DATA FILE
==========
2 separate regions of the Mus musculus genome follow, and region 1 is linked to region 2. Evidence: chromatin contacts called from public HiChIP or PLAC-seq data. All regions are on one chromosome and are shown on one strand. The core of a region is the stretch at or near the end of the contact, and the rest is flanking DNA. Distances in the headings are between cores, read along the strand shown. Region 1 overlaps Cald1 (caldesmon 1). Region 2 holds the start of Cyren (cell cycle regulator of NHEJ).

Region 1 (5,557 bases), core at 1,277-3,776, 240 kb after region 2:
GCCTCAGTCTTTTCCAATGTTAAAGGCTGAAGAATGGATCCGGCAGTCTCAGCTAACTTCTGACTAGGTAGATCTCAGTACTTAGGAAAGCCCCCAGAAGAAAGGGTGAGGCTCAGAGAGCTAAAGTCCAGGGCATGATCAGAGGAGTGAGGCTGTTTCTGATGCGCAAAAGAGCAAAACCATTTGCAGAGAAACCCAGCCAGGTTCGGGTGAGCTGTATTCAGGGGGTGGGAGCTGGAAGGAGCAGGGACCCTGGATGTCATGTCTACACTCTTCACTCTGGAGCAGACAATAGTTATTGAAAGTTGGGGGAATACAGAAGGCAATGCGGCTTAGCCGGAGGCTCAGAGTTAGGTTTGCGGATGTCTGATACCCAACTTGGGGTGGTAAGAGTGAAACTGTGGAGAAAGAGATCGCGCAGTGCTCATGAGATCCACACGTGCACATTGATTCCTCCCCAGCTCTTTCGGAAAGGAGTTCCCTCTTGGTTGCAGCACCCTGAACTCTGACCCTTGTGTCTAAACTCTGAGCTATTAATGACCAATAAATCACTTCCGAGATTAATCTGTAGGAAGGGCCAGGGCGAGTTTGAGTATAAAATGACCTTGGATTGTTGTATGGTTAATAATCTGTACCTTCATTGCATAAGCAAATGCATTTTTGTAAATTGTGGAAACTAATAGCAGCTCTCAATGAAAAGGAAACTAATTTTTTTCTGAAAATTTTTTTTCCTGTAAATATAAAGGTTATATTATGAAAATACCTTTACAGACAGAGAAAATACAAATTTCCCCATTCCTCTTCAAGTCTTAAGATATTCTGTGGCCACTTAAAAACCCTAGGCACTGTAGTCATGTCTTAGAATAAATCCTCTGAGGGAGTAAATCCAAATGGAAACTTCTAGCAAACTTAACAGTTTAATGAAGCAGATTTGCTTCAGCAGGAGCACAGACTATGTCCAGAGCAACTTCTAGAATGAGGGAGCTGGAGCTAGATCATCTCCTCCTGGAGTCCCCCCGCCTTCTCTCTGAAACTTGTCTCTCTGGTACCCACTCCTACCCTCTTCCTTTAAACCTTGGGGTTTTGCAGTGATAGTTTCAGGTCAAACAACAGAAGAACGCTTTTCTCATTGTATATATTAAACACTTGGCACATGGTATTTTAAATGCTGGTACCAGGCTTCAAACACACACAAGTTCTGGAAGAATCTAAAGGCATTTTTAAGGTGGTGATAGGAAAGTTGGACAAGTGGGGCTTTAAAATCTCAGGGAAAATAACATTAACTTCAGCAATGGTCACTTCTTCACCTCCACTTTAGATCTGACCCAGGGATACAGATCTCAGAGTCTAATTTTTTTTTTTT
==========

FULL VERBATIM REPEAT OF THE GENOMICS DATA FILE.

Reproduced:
2 separate regions of the Mus musculus genome follow, and region 1 is linked to region 2. Evidence: chromatin contacts called from public HiChIP or PLAC-seq data. All regions are on one chromosome and are shown on one strand. The core of a region is the stretch at or near the end of the contact, and the rest is flanking DNA. Distances in the headings are between cores, read along the strand shown. Region 1 overlaps Cald1 (caldesmon 1). Region 2 holds the start of Cyren (cell cycle regulator of NHEJ).

Region 1 (5,557 bases), core at 1,277-3,776, 240 kb after region 2:
GCCTCAGTCTTTTCCAATGTTAAAGGCTGAAGAATGGATCCGGCAGTCTCAGCTAACTTCTGACTAGGTAGATCTCAGTACTTAGGAAAGCCCCCAGAAGAAAGGGTGAGGCTCAGAGAGCTAAAGTCCAGGGCATGATCAGAGGAGTGAGGCTGTTTCTGATGCGCAAAAGAGCAAAACCATTTGCAGAGAAACCCAGCCAGGTTCGGGTGAGCTGTATTCAGGGGGTGGGAGCTGGAAGGAGCAGGGACCCTGGATGTCATGTCTACACTCTTCACTCTGGAGCAGACAATAGTTATTGAAAGTTGGGGGAATACAGAAGGCAATGCGGCTTAGCCGGAGGCTCAGAGTTAGGTTTGCGGATGTCTGATACCCAACTTGGGGTGGTAAGAGTGAAACTGTGGAGAAAGAGATCGCGCAGTGCTCATGAGATCCACACGTGCACATTGATTCCTCCCCAGCTCTTTCGGAAAGGAGTTCCCTCTTGGTTGCAGCACCCTGAACTCTGACCCTTGTGTCTAAACTCTGAGCTATTAATGACCAATAAATCACTTCCGAGATTAATCTGTAGGAAGGGCCAGGGCGAGTTTGAGTATAAAATGACCTTGGATTGTTGTATGGTTAATAATCTGTACCTTCATTGCATAAGCAAATGCATTTTTGTAAATTGTGGAAACTAATAGCAGCTCTCAATGAAAAGGAAACTAATTTTTTTCTGAAAATTTTTTTTCCTGTAAATATAAAGGTTATATTATGAAAATACCTTTACAGACAGAGAAAATACAAATTTCCCCATTCCTCTTCAAGTCTTAAGATATTCTGTGGCCACTTAAAAACCCTAGGCACTGTAGTCATGTCTTAGAATAAATCCTCTGAGGGAGTAAATCCAAATGGAAACTTCTAGCAAACTTAACAGTTTAATGAAGCAGATTTGCTTCAGCAGGAGCACAGACTATGTCCAGAGCAACTTCTAGAATGAGGGAGCTGGAGCTAGATCATCTCCTCCTGGAGTCCCCCCGCCTTCTCTCTGAAACTTGTCTCTCTGGTACCCACTCCTACCCTCTTCCTTTAAACCTTGGGGTTTTGCAGTGATAGTTTCAGGTCAAACAACAGAAGAACGCTTTTCTCATTGTATATATTAAACACTTGGCACATGGTATTTTAAATGCTGGTACCAGGCTTCAAACACACACAAGTTCTGGAAGAATCTAAAGGCATTTTTAAGGTGGTGATAGGAAAGTTGGACAAGTGGGGCTTTAAAATCTCAGGGAAAATAACATTAACTTCAGCAATGGTCACTTCTTCACCTCCACTTTAGATCTGACCCAGGGATACAGATCTCAGAGTCTAATTTTTTTTTTTT